Reader Reviewed Dog Ears by Anne Booth

Dog Ears

Written by Anne Booth

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The Lovereading4Kids comment

There are apparently 700,000 young carers in the UK and this sensitively-told, compassionate story puts them in the spotlight. Anna tries hard at school and at home, where things are not easy. Though it’s not directly said, her mother is suffering post-natal depression after the birth of her little brother, who arrived very prematurely. Dad is abroad with work. Anna confides in Timmy her dog, a narrative device that means the reader knows exactly what’s happening and how much Anna is struggling with things, but without any overbearing sense of earnestness. A sub-plot about a school talent show helps keep the tone light and there’s an upbeat ending. This is both engaging and thought-provoking. ~ Andrea Reece

Matthew Reed, Chief Executive of The Children’s Society, says: ‘Dog Ears provides an important opportunity to raise awareness of the situation young carers up and down the country find themselves in. We hope that young carers themselves who read the book will recognise that they are not alone and that support exists. Being a young carer can have a major emotional impact on somebody’s life. Readers who need support can visit our website – so we can help them find their local young carer services.’

Reader Reviews

Lovereading4kids Reader Review Panel were also lucky enough to read and review this title. You can read their full reviews by clicking here.

  • Isabel, age 8 - 'A gripping diary of a young girl and her best friend Timmy the dog.'
  • Amelie Chatham, age 12 - 'If you love dogs, you'll love this book. Even your dog would enjoy listening to this dog Ralph loved it.'
  • Georgie Docwra, age 9 - 'An enjoyable book which made me think a lot about other children's lives.'
  • Destiny Maraj, age 13 - 'Dog Ears was a tense, exciting, drama-filled novel. I couldn't set it down!'
  • Ella Hewitt, age 12 - 'This is an emotional book showing the true colours of a real friend even if that friend isn’t a human.'
  • Chloe, age 11 - 'This is an amazing story that really made me realize how lucky I am. Anna's baby brother is poorly and no one seems to notice her at home but at least she can tell her best dog Timmy.'


Dog Ears by Anne Booth

Anna and her friends can’t believe that popstar Frankie Santoro is coming to their school to judge a singing competition. They’re going to be famous! But beneath her happy exterior, Anna is struggling. Her dad is away and all her mum’s time is taken up with worrying about ill baby Jack, so Anna is left to keep things together at home.

The only person she can talk to isn’t even a person; he’s her dog, Tim. With so much to do, Anna is sure she’s going to let everyone down. She starts to dream of running away, with best friend Tim at her side.

But she’d never do anything crazy like that . . . would she? Anna’s spent all her time worrying about everyone else - now they need to worry about Anna.


Thousands of children across the country are forced to grow up early and miss out on vital educational and recreational opportunities because they care for disabled or chronically ill adults or for children that the adult is not able to care for.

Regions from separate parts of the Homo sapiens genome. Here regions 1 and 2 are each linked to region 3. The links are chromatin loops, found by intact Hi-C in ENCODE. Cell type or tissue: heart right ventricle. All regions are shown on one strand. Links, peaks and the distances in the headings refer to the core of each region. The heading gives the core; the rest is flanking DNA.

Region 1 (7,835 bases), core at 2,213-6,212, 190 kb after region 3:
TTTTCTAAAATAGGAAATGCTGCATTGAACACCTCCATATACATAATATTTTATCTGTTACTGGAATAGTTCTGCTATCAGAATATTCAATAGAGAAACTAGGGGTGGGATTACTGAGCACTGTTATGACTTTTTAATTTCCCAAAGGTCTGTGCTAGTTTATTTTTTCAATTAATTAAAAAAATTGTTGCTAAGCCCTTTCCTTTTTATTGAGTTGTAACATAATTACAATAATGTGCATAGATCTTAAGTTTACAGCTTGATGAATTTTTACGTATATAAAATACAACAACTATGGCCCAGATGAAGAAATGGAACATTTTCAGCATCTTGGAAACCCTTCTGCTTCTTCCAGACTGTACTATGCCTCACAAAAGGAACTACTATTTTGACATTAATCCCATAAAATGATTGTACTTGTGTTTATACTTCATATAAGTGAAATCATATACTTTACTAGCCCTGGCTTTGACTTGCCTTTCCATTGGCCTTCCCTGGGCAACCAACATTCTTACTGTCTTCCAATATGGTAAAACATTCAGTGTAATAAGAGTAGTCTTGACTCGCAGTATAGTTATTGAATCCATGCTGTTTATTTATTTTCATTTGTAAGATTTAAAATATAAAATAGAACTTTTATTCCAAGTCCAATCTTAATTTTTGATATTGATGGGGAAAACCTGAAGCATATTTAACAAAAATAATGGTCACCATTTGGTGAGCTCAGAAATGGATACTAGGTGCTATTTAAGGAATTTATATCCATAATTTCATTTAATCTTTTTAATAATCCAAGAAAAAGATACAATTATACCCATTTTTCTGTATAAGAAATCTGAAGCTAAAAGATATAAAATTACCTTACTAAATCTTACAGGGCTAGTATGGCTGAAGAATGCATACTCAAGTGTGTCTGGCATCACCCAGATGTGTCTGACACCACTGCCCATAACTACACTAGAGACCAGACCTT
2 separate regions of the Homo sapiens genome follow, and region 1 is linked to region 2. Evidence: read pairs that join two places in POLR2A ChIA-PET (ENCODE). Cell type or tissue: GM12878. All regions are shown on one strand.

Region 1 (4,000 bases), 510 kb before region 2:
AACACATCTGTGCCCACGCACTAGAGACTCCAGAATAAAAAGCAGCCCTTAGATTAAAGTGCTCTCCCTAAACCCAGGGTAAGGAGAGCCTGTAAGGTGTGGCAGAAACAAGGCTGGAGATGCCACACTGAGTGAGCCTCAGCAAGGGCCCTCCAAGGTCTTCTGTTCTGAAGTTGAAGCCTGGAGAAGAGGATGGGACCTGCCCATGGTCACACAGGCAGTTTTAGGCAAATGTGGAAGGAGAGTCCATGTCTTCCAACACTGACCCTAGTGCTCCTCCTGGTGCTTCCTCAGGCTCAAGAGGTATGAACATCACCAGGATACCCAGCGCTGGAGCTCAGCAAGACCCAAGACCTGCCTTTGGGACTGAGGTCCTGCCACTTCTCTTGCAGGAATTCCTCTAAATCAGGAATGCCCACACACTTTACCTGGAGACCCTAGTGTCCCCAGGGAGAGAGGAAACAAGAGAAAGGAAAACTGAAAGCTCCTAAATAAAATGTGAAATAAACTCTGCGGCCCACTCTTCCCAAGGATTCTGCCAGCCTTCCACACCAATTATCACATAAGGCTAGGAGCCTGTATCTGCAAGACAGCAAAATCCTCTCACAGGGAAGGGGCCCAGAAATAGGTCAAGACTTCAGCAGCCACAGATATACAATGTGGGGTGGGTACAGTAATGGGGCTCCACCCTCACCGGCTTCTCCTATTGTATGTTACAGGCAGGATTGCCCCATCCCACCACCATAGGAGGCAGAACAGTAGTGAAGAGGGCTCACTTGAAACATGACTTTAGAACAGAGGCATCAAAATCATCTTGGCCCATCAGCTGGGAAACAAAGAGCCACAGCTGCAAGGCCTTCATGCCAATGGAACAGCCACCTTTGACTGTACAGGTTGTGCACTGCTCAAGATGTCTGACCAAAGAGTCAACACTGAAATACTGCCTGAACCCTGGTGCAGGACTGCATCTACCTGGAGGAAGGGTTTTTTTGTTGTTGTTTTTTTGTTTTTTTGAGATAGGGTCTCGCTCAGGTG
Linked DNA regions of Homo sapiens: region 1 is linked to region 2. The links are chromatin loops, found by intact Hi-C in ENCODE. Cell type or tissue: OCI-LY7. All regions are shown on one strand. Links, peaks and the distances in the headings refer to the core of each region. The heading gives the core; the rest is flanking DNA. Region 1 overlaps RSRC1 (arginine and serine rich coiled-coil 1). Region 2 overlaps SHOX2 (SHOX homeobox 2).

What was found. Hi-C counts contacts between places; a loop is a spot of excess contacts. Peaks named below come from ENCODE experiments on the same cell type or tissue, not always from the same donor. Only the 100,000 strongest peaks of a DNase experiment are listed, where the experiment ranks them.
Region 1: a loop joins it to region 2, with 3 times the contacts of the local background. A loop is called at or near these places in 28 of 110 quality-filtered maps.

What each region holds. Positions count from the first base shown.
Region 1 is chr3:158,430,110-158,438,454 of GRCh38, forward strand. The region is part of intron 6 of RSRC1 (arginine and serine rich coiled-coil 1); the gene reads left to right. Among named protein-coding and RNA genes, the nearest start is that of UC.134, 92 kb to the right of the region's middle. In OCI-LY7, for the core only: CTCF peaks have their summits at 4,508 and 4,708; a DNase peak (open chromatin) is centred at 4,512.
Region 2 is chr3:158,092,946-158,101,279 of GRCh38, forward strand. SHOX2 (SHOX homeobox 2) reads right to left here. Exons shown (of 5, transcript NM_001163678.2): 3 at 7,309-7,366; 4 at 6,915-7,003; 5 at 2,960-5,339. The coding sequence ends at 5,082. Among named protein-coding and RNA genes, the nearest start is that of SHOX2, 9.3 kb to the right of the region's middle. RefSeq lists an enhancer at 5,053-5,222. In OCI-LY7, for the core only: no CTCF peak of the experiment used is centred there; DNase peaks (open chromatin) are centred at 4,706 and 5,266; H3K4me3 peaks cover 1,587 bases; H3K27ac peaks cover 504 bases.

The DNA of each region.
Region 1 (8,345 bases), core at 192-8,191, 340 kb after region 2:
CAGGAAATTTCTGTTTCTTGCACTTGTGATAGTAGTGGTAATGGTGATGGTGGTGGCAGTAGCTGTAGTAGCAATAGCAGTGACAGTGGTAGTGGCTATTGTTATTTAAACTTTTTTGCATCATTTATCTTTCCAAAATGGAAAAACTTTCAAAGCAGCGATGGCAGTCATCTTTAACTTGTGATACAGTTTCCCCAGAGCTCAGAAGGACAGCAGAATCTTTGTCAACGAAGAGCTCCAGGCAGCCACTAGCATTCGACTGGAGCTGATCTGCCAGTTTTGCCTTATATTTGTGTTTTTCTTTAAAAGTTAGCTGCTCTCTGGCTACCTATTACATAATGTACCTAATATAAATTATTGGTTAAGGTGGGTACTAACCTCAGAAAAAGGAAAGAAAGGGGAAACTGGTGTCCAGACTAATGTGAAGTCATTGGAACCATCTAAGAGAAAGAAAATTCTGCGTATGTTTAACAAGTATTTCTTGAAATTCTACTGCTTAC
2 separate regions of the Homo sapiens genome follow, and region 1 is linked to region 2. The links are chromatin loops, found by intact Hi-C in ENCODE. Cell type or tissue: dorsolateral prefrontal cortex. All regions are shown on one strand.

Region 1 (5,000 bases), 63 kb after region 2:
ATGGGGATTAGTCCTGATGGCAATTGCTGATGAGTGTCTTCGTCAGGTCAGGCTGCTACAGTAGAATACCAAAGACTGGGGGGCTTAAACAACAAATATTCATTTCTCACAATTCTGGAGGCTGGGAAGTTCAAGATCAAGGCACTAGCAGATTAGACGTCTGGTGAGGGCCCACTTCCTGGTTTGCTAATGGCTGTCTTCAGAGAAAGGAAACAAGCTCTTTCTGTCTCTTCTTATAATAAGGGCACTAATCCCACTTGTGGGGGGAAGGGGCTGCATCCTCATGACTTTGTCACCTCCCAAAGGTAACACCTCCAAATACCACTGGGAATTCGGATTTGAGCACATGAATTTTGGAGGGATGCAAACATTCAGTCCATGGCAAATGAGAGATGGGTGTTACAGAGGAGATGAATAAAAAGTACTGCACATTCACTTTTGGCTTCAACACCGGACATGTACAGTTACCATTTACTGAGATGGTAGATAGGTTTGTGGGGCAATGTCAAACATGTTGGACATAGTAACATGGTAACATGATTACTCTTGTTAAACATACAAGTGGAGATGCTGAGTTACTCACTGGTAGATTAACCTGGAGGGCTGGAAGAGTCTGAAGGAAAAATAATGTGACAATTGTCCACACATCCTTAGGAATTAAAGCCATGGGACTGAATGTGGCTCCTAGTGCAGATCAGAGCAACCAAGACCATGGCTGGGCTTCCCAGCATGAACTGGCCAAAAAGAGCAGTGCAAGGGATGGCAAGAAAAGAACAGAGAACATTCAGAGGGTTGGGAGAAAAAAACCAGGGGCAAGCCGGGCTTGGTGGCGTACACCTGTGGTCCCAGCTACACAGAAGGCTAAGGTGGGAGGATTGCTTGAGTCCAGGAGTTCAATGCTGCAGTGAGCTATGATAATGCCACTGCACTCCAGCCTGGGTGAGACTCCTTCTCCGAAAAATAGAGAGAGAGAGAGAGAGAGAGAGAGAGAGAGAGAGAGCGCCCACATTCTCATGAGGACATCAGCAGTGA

• Latest census statistics reveal there are 166,363 young carers in England, compared to around 139,000 in 2001. This is likely to be an underrepresentation of the true picture as many remain under the radar of professionals

• Young carers are more likely than the national average to be not in education, employment or training (NEET) between the ages of 16 and 19

• Young carers have significantly lower educational attainment at GCSE level

• 10 to 14 year olds make up 41% of young carers but some are as young as 5 years old

Published in the 2013 Children’s Society report: Hidden From View: The Experiences of Young Carers in England.


Praise for Girl with a White Dog

‘a clear and compassionate plea for tolerance.’ NICOLETTE JONES, THE SUNDAY TIMES

‘ [A] beautiful, moving book about refusing to take the easy path.’ IMOGEN RUSSELL WILLIAMS, THE METRO

Compelling, well paced and sensitive, this is an (almost) entirely believable novel of our times.’ JANE SANDELL, THE SCOTSMAN

‘A thoughtful and emotionally charged story.’ JULIA ECCLESHARE, LOVEREADING4KIDS

‘powerful and thought-provoking.’ ALEXANDRA STRICK, BOOKTRUST BOOK OF THE WEEK

‘...what makes this book so outstanding is the very subtle way in which it encourages children to make connections... History teachers everywhere will rejoice at its
demonstration of just why we must learn from history.’ JOY COURT, THE READING ZONE

‘Jessie is a strong lead character and how she learns about Nazi Germany is turned into an interesting and moving tale’. THE TELEGRAPH - BEST YA BOOKS OF 2014 SELECTION

About the Author

Anne Booth

Anne Booth lives in Kent and has always wanted to bea children’s writer, but on the way to becoming one has worked in many jobs. Anne lives in a lovely village with her husband and four children– and the children's grandfather across the road. They have two hens called Poppy and Anastasia and two dogs called Timmy and Ben. Anne loves tea and once won a Blue Peter badge for writing a poem about two mice in a bucket of rice. Despite this, she does not own any mice. Anne’s debut novel Girl with a White Dog was shortlisted for the Waterstones Prize.

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Book Info


208 pages


Anne Booth
More books by Anne Booth


Catnip Publishing Ltd

Publication date

7th May 2015




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